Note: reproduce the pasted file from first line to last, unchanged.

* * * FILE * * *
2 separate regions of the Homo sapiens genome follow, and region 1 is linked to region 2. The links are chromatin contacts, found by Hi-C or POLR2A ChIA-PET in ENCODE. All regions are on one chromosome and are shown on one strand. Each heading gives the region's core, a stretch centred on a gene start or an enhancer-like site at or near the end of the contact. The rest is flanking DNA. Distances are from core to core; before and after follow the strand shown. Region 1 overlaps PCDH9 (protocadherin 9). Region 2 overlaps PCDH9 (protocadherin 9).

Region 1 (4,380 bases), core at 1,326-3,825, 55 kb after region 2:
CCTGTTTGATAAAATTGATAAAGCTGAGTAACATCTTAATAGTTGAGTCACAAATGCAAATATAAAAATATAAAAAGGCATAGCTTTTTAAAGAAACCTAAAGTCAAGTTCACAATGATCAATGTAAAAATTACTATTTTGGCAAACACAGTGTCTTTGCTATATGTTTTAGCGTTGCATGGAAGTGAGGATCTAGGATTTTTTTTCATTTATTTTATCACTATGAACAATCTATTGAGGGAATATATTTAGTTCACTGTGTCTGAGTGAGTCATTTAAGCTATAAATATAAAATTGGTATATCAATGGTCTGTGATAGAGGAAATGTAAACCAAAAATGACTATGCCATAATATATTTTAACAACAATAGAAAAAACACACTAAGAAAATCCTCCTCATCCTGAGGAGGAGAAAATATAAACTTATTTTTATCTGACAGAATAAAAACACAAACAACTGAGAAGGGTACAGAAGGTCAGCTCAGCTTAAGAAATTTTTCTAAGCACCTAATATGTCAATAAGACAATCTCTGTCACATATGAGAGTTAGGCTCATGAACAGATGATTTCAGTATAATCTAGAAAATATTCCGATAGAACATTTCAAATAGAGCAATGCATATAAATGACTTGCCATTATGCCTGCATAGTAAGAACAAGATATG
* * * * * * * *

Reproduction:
2 separate regions of the Homo sapiens genome follow, and region 1 is linked to region 2. The links are chromatin contacts, found by Hi-C or POLR2A ChIA-PET in ENCODE. All regions are on one chromosome and are shown on one strand. Each heading gives the region's core, a stretch centred on a gene start or an enhancer-like site at or near the end of the contact. The rest is flanking DNA. Distances are from core to core; before and after follow the strand shown. Region 1 overlaps PCDH9 (protocadherin 9). Region 2 overlaps PCDH9 (protocadherin 9).

Region 1 (4,380 bases), core at 1,326-3,825, 55 kb after region 2:
CCTGTTTGATAAAATTGATAAAGCTGAGTAACATCTTAATAGTTGAGTCACAAATGCAAATATAAAAATATAAAAAGGCATAGCTTTTTAAAGAAACCTAAAGTCAAGTTCACAATGATCAATGTAAAAATTACTATTTTGGCAAACACAGTGTCTTTGCTATATGTTTTAGCGTTGCATGGAAGTGAGGATCTAGGATTTTTTTTCATTTATTTTATCACTATGAACAATCTATTGAGGGAATATATTTAGTTCACTGTGTCTGAGTGAGTCATTTAAGCTATAAATATAAAATTGGTATATCAATGGTCTGTGATAGAGGAAATGTAAACCAAAAATGACTATGCCATAATATATTTTAACAACAATAGAAAAAACACACTAAGAAAATCCTCCTCATCCTGAGGAGGAGAAAATATAAACTTATTTTTATCTGACAGAATAAAAACACAAACAACTGAGAAGGGTACAGAAGGTCAGCTCAGCTTAAGAAATTTTTCTAAGCACCTAATATGTCAATAAGACAATCTCTGTCACATATGAGAGTTAGGCTCATGAACAGATGATTTCAGTATAATCTAGAAAATATTCCGATAGAACATTTCAAATAGAGCAATGCATATAAATGACTTGCCATTATGCCTGCATAGTAAGAACAAGATATG